Sacred Texts  Native American  California  Index  Previous  Next 

p. 215


The Passing of the Kīxûnai. 1

p. 218

At Leldiñ he grew with one son. He painted the wrists of the boy and then buried him. The Kīxûnai who used to live there were afraid of what he had done and fled. They went away. A white bug made medicine. The Kīxûnai met at TakimiLdiñ outside of the large sweat-house. One of them said, "We must not go away at once. We must leave that which the Indians will do."

Then they made a canoe and went up the river. They landed above Medildiñ on the opposite side of the river. They painted themselves and danced there one night. The next morning they danced again. Then they came down landing at Tsemita. They danced there all that night. The next day when they had danced they dressed themselves and got into the canoe. They headed the boat across the river and up stream. Then as they floated down, they danced. When they had floated down opposite Miskût they approached the shore. Ten times they came up to the shore and went back again. Finally landing, they danced there that evening and again in the morning. Then they went down to Tselûndiñ where they danced. After dancing the next morning, they went up the river and landed close to Tceïndīqotdiñ, where they danced that evening. The next morning they went down to MeïsdiLdiñ. There they danced one afternoon and one morning. Next they moved up to Bald Hill. They danced there that day. The next day they danced there again. Then it was they lined up facing the northwest. "This is the dance we will see," they said.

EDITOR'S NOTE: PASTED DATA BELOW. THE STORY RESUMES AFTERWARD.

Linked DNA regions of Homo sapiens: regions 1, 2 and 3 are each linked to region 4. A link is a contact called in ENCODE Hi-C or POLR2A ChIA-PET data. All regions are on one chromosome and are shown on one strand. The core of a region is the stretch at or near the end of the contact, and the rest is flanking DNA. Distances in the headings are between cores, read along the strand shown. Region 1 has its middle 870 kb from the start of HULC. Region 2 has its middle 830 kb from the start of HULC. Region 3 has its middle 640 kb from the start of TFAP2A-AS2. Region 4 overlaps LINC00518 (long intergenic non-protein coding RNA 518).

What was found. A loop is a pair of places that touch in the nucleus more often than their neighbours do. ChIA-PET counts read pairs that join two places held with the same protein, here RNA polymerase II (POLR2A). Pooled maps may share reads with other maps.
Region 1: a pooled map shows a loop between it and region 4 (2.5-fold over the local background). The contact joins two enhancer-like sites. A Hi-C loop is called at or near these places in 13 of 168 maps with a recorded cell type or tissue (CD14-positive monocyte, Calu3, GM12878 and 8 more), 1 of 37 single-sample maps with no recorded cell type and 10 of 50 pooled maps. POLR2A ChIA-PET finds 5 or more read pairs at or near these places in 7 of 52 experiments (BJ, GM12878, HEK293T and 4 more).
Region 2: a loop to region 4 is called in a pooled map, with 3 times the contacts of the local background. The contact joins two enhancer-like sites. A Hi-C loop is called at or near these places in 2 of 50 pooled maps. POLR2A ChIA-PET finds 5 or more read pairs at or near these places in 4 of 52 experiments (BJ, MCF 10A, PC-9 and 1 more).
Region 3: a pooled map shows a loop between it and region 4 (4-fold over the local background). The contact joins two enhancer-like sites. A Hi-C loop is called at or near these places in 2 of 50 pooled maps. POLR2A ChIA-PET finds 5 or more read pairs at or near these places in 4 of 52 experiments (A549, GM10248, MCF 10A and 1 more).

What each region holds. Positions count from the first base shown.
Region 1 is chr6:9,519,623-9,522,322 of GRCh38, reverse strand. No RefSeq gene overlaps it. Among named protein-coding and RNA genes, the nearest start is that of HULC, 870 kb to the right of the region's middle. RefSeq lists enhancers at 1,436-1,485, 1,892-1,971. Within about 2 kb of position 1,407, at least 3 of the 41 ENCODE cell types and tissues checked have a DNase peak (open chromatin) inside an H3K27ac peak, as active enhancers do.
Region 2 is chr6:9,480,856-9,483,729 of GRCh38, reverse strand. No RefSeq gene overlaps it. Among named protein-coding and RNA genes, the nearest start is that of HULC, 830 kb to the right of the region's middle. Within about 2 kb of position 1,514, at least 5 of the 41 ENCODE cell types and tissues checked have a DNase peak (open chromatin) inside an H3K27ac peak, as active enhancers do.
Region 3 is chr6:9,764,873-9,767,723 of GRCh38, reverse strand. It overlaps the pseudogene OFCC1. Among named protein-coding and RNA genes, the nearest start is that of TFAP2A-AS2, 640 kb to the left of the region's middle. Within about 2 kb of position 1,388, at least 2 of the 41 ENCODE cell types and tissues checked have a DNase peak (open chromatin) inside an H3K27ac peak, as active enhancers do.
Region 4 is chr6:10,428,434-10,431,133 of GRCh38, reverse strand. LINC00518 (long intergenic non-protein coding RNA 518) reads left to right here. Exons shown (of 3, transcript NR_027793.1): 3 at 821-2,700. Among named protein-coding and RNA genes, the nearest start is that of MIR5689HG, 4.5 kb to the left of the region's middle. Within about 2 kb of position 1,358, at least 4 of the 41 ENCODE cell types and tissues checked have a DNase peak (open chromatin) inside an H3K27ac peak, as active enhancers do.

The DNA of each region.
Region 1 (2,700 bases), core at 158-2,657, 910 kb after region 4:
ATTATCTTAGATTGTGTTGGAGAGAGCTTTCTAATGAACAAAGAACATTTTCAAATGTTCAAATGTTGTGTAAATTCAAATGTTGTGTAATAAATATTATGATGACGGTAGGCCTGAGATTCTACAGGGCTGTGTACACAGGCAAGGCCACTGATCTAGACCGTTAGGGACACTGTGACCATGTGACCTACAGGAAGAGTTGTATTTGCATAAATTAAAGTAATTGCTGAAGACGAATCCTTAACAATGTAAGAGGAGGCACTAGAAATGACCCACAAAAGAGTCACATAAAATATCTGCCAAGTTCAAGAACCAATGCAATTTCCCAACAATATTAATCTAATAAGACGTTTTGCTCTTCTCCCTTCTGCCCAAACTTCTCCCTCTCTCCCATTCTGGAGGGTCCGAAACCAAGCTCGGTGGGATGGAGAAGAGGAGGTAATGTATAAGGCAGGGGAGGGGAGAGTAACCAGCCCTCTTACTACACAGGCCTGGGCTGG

And then they went away. Some of them went across the ocean toward the north. Others went across the ocean to the south. Still others went to the southwest. Some went to the

p. 219

world above us. And others went to the northeast. "This is the way Indians will do when they come. We did it for them," said the Kīxûnai.

One of Kīxûnai had not gone with the rest. "Let me see where the Kīxûnai are who were living about here," he thought. He was surprised to see only a dog among the willows. He came up to him and the dog said, "They have gone away and left you." "Yes," said the Kīxûnai. "I am going to talk just this once," said the dog, "I am going to live around here and watch the Indians. When the Indians come, I will not talk again. If I should talk the Indians would be no more. They would die." Then the dog ran up the hill and drove a deer out of the brush into the river. The Kīxûnai threw the deer out of the water and then he said, "I shall not be seen again either."


215:1 Told at Hupa, December 1902, by Senaxon.

Next: XVIII. The Spoiling of the World